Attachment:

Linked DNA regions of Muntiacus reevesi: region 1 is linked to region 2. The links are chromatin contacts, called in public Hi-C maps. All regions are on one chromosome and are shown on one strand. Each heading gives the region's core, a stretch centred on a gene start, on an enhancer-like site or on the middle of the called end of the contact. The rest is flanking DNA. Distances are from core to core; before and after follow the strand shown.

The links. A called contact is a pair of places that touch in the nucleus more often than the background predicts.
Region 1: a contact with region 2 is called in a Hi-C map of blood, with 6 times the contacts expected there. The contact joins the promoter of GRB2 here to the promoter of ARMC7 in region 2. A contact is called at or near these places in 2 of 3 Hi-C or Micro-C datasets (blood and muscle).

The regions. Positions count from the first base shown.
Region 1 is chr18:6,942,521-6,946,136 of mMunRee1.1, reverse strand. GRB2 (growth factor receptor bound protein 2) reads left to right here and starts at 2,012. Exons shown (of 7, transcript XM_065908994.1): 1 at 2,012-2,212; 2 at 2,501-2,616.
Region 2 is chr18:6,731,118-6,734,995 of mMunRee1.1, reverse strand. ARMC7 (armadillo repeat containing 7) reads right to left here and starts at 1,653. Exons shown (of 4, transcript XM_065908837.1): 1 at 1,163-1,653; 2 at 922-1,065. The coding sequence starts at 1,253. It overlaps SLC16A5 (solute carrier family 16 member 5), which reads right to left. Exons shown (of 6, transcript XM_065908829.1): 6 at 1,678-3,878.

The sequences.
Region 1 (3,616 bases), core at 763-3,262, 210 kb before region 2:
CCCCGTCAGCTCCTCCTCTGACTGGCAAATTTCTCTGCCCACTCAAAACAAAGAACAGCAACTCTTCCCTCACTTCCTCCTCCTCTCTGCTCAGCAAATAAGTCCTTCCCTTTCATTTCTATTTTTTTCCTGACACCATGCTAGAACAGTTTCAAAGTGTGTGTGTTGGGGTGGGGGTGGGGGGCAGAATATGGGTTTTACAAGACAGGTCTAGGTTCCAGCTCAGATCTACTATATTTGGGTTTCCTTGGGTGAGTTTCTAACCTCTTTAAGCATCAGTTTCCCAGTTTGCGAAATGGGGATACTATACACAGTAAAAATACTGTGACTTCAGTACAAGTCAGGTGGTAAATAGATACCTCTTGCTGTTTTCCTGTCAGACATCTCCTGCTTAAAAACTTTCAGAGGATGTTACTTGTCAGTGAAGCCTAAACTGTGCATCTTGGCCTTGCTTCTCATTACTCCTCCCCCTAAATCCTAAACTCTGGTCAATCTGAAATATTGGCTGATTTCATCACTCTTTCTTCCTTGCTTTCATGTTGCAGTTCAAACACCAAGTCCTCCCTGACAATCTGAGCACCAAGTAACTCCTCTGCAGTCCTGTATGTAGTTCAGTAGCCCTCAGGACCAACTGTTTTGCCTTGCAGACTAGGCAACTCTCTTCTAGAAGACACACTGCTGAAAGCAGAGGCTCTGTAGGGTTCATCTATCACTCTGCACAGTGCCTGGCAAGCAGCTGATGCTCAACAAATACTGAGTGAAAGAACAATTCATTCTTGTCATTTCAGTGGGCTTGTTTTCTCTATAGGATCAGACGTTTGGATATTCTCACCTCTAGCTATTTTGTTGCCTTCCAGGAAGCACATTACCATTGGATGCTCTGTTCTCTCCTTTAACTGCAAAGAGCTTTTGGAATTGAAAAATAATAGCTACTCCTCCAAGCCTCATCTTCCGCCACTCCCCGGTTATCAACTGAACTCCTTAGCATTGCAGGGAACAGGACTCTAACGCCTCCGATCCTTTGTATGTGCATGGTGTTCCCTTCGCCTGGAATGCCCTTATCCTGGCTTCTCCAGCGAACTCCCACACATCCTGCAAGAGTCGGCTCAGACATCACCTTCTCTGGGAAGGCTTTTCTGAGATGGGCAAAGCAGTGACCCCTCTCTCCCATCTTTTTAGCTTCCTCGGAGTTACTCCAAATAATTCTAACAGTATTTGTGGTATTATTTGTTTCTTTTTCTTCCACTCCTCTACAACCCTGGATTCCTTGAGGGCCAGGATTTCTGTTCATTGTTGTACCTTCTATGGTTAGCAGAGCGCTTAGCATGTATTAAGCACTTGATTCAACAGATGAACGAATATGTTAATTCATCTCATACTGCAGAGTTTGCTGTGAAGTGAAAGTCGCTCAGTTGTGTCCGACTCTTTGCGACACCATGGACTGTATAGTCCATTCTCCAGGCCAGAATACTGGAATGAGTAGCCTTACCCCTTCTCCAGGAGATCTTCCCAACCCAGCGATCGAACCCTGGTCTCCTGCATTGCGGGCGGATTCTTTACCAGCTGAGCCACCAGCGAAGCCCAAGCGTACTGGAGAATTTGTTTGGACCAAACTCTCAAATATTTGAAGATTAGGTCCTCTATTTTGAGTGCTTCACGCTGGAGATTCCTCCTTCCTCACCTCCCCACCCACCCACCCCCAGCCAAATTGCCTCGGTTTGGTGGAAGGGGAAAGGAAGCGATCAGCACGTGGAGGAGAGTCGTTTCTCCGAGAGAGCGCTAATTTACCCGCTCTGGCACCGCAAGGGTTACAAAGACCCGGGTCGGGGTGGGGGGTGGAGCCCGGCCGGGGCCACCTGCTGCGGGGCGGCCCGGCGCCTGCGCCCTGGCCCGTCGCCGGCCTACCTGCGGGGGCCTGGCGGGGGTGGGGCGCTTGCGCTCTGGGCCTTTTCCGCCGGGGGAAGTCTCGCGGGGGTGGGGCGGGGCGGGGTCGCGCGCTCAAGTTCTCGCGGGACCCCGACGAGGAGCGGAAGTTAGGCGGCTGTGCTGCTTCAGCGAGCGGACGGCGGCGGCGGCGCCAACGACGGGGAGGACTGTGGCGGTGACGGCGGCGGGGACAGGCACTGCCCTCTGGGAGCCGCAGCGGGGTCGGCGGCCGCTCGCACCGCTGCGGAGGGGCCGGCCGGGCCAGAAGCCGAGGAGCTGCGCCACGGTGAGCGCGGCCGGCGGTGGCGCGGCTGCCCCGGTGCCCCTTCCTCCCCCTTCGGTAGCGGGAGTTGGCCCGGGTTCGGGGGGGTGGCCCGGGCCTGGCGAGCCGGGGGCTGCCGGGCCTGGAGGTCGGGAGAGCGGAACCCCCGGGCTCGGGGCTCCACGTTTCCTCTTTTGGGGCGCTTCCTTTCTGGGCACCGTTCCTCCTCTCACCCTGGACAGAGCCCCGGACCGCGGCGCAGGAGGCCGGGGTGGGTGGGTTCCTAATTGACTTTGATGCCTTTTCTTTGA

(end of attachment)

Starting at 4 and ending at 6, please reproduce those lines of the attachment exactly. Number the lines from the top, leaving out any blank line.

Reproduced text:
The regions. Positions count from the first base shown.
Region 1 is chr18:6,942,521-6,946,136 of mMunRee1.1, reverse strand. GRB2 (growth factor receptor bound protein 2) reads left to right here and starts at 2,012. Exons shown (of 7, transcript XM_065908994.1): 1 at 2,012-2,212; 2 at 2,501-2,616.
Region 2 is chr18:6,731,118-6,734,995 of mMunRee1.1, reverse strand. ARMC7 (armadillo repeat containing 7) reads right to left here and starts at 1,653. Exons shown (of 4, transcript XM_065908837.1): 1 at 1,163-1,653; 2 at 922-1,065. The coding sequence starts at 1,253. It overlaps SLC16A5 (solute carrier family 16 member 5), which reads right to left. Exons shown (of 6, transcript XM_065908829.1): 6 at 1,678-3,878.